As kids get out of school and people prepare vacation plans, summer hosts a suite of unique challenges for co-parents. This summer might be even more difficult to manage in the wake of COVID-19. Understanding how to approach the summer as a co-parent can enable you to build stronger co-parenting and parent-child relationships.
Why Is Co-Parenting Harder Over the Summer?
The biggest hurdle co-parents face during the summer is fairly obvious: Kids are out of school.
As a result, parents either need to find time in a busy schedule to take care of their kids for an additional eight hours a day or find activities the kids can do (like going to a summer camp or putting them in childcare). But even options that reduce the amount of time parents need to spend with their children can be problematic.
For example, what if one parent disagrees with using a certain childcare facility for the children? What if one parent wants to provide tutoring for the children, but the other can't afford it? Will the parent who wants tutoring pay for it even when they don't have custody of the kids?
Needless to say, the COVID-19 pandemic has also affected how many co-parents will approach this summer. Most students haven't been in school for months, and for many, online schooling may have resulted in academic stagnation. Parents who lost jobs due to the pandemic's economic impact will need to balance job hunting with childcare and budget unemployment benefits. The list goes on.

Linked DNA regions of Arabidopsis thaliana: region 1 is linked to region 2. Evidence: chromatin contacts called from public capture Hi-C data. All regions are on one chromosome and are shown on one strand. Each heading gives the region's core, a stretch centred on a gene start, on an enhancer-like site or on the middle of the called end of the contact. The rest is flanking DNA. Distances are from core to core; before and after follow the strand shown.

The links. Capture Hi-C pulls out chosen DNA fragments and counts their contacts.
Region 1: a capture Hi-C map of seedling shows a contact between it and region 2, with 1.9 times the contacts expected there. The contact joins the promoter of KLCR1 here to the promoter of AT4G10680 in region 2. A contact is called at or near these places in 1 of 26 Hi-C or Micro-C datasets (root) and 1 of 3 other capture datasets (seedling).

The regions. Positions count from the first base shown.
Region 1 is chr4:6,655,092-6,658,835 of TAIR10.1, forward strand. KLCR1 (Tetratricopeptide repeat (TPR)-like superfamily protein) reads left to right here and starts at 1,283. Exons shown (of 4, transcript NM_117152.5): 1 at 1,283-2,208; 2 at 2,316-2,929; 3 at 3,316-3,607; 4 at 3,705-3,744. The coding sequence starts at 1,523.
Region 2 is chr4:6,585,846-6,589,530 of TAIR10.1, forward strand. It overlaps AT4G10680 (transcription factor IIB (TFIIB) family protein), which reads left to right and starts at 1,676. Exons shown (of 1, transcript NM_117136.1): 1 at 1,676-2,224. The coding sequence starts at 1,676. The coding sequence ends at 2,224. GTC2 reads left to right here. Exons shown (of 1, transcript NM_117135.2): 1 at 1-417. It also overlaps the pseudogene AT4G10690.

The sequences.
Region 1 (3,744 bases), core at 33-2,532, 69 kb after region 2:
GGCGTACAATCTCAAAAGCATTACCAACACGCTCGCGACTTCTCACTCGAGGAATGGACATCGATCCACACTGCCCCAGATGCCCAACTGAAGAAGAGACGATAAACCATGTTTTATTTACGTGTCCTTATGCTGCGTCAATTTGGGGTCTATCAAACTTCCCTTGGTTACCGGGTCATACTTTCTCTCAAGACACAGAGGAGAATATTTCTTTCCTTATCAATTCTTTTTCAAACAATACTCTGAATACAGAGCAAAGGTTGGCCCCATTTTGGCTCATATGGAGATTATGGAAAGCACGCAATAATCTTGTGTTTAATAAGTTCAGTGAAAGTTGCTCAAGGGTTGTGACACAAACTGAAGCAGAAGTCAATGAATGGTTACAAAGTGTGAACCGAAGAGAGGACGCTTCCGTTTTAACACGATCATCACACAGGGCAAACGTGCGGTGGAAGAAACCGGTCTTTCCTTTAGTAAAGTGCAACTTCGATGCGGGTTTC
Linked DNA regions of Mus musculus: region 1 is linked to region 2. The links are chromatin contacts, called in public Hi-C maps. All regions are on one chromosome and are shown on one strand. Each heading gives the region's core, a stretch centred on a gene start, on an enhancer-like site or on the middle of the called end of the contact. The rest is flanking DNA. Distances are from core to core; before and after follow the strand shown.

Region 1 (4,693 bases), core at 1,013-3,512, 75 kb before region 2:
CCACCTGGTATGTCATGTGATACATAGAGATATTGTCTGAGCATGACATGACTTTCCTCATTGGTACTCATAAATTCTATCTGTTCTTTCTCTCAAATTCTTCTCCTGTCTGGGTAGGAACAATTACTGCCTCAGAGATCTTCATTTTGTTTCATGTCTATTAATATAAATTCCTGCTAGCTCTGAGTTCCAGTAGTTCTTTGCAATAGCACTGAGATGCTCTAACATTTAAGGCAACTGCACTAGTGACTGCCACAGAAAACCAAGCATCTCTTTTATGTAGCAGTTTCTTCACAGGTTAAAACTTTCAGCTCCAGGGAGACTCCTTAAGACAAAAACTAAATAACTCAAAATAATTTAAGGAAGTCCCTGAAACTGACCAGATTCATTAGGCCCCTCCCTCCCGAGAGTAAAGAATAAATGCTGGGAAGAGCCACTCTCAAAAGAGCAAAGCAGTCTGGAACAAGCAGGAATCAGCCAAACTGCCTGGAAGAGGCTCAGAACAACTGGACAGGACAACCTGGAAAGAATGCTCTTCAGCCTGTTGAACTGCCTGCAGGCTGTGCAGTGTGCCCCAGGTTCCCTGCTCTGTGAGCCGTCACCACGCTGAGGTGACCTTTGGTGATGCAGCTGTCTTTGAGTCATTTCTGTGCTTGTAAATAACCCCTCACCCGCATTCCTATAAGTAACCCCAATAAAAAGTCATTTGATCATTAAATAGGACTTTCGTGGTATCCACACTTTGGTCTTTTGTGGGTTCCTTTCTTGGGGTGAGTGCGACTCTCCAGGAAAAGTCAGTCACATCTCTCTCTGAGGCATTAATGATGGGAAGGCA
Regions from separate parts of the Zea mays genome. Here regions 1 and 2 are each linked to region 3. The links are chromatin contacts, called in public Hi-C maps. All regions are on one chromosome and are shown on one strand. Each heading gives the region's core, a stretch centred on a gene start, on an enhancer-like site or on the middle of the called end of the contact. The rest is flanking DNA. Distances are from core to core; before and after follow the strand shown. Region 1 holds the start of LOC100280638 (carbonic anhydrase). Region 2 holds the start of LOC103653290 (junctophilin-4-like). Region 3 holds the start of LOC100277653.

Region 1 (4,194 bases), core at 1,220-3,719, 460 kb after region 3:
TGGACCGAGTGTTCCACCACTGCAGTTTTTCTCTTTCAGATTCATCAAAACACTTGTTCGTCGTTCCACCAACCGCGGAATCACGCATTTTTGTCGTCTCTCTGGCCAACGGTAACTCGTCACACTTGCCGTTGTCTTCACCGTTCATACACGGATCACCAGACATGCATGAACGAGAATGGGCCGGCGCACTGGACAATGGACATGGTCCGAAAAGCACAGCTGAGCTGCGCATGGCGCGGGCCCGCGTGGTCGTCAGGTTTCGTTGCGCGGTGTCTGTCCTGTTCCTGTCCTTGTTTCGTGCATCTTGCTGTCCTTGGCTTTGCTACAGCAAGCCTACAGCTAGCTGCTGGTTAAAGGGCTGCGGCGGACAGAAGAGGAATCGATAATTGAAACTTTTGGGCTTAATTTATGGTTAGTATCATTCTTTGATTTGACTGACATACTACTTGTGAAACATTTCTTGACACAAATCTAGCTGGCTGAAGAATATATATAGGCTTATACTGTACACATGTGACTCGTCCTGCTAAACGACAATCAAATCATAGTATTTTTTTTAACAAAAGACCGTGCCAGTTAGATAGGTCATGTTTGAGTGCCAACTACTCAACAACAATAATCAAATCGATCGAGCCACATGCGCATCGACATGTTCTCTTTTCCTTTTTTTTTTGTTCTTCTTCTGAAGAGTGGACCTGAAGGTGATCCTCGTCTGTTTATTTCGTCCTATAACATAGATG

This summer is shaping up to be uniquely challenging for co-parents across the country, which is why being proactive and taking the right steps to prepare is so essential.
Summer Co-Parenting Tips
Here are some tips you can use to make co-parenting easier this summer:
- Ask your kids what they want to do. A surprising amount of parents decide their kids totally want to take that summer art camp without actually checking in with them. If a summer camp is on your agenda, come up with a list of possible camps and present it to your children. Ask them which ones they'd like to do the most. It can take a lot of stress out of the planning aspect and reduce friction in the home.
- Schedule events like vacations in advance. Summer is a popular vacation time for many parents. Make sure your plans don't interfere with your custody arrangement.
- Consider drafting a separate parenting plan for the summer. Creating a full-blown, signed parenting plan for the summer can help you consider every detail and hold each other accountable.
- Consider how COVID-19 affected your child's school year. For many children, important events like graduation or prom got completely derailed by the coronavirus. Consider doing something special for your children to help cheer them up.
- Take CDC guidelines for COVID-19 into account. Although many states are decreasing COVID-related restrictions, the US isn't really seeing any de-escalation in COVID cases. In fact, some states (like Texas) are considering reinstating stay-at-home orders due to an increase in coronavirus cases. Take measures like sanitizing your house regularly and wearing masks while you're out and about to keep your kids safe.
Taking the above precautions can help make your summer more enjoyable for the whole family.
At the Law Offices of Jeffrey S. Graff, I can help you enhance your current child custody arrangement.
To learn more or schedule a consultation with my office, contact me online or via phone at (805) 633-4999.